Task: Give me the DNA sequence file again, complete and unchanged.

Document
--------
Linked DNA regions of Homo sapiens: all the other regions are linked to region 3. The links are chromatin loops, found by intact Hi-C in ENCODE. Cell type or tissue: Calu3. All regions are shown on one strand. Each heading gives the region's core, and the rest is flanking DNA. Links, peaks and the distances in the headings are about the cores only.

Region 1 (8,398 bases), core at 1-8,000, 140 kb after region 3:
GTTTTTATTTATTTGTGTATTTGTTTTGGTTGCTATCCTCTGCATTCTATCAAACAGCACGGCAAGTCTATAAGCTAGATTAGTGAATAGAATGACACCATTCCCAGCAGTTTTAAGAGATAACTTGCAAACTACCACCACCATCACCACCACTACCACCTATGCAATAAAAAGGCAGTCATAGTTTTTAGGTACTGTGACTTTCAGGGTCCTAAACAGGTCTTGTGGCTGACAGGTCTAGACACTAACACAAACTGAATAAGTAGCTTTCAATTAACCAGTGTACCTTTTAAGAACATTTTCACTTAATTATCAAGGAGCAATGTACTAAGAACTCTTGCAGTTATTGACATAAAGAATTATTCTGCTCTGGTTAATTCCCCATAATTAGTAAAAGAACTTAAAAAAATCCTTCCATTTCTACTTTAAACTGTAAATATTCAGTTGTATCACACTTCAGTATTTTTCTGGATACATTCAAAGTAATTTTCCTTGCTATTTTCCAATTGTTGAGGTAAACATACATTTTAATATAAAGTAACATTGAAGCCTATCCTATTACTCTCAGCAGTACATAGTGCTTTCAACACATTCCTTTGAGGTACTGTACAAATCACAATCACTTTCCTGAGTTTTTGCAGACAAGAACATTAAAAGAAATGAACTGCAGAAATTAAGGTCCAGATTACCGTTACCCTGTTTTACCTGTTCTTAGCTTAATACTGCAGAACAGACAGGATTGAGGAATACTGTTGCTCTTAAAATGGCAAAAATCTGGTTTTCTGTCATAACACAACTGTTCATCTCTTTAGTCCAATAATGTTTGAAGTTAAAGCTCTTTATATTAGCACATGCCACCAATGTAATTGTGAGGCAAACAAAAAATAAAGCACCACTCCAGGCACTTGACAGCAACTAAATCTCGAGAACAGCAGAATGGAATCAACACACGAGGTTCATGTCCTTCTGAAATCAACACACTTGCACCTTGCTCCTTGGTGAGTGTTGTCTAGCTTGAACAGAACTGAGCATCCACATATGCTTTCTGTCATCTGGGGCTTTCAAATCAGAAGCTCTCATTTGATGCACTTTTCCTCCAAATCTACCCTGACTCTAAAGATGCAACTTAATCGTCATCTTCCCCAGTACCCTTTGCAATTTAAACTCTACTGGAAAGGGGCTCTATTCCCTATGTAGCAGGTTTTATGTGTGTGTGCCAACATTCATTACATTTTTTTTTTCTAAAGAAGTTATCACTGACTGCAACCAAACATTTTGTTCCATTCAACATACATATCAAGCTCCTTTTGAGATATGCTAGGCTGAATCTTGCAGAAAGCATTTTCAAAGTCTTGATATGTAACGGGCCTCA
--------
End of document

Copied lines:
Linked DNA regions of Homo sapiens: all the other regions are linked to region 3. The links are chromatin loops, found by intact Hi-C in ENCODE. Cell type or tissue: Calu3. All regions are shown on one strand. Each heading gives the region's core, and the rest is flanking DNA. Links, peaks and the distances in the headings are about the cores only.

Region 1 (8,398 bases), core at 1-8,000, 140 kb after region 3:
GTTTTTATTTATTTGTGTATTTGTTTTGGTTGCTATCCTCTGCATTCTATCAAACAGCACGGCAAGTCTATAAGCTAGATTAGTGAATAGAATGACACCATTCCCAGCAGTTTTAAGAGATAACTTGCAAACTACCACCACCATCACCACCACTACCACCTATGCAATAAAAAGGCAGTCATAGTTTTTAGGTACTGTGACTTTCAGGGTCCTAAACAGGTCTTGTGGCTGACAGGTCTAGACACTAACACAAACTGAATAAGTAGCTTTCAATTAACCAGTGTACCTTTTAAGAACATTTTCACTTAATTATCAAGGAGCAATGTACTAAGAACTCTTGCAGTTATTGACATAAAGAATTATTCTGCTCTGGTTAATTCCCCATAATTAGTAAAAGAACTTAAAAAAATCCTTCCATTTCTACTTTAAACTGTAAATATTCAGTTGTATCACACTTCAGTATTTTTCTGGATACATTCAAAGTAATTTTCCTTGCTATTTTCCAATTGTTGAGGTAAACATACATTTTAATATAAAGTAACATTGAAGCCTATCCTATTACTCTCAGCAGTACATAGTGCTTTCAACACATTCCTTTGAGGTACTGTACAAATCACAATCACTTTCCTGAGTTTTTGCAGACAAGAACATTAAAAGAAATGAACTGCAGAAATTAAGGTCCAGATTACCGTTACCCTGTTTTACCTGTTCTTAGCTTAATACTGCAGAACAGACAGGATTGAGGAATACTGTTGCTCTTAAAATGGCAAAAATCTGGTTTTCTGTCATAACACAACTGTTCATCTCTTTAGTCCAATAATGTTTGAAGTTAAAGCTCTTTATATTAGCACATGCCACCAATGTAATTGTGAGGCAAACAAAAAATAAAGCACCACTCCAGGCACTTGACAGCAACTAAATCTCGAGAACAGCAGAATGGAATCAACACACGAGGTTCATGTCCTTCTGAAATCAACACACTTGCACCTTGCTCCTTGGTGAGTGTTGTCTAGCTTGAACAGAACTGAGCATCCACATATGCTTTCTGTCATCTGGGGCTTTCAAATCAGAAGCTCTCATTTGATGCACTTTTCCTCCAAATCTACCCTGACTCTAAAGATGCAACTTAATCGTCATCTTCCCCAGTACCCTTTGCAATTTAAACTCTACTGGAAAGGGGCTCTATTCCCTATGTAGCAGGTTTTATGTGTGTGTGCCAACATTCATTACATTTTTTTTTTCTAAAGAAGTTATCACTGACTGCAACCAAACATTTTGTTCCATTCAACATACATATCAAGCTCCTTTTGAGATATGCTAGGCTGAATCTTGCAGAAAGCATTTTCAAAGTCTTGATATGTAACGGGCCTCA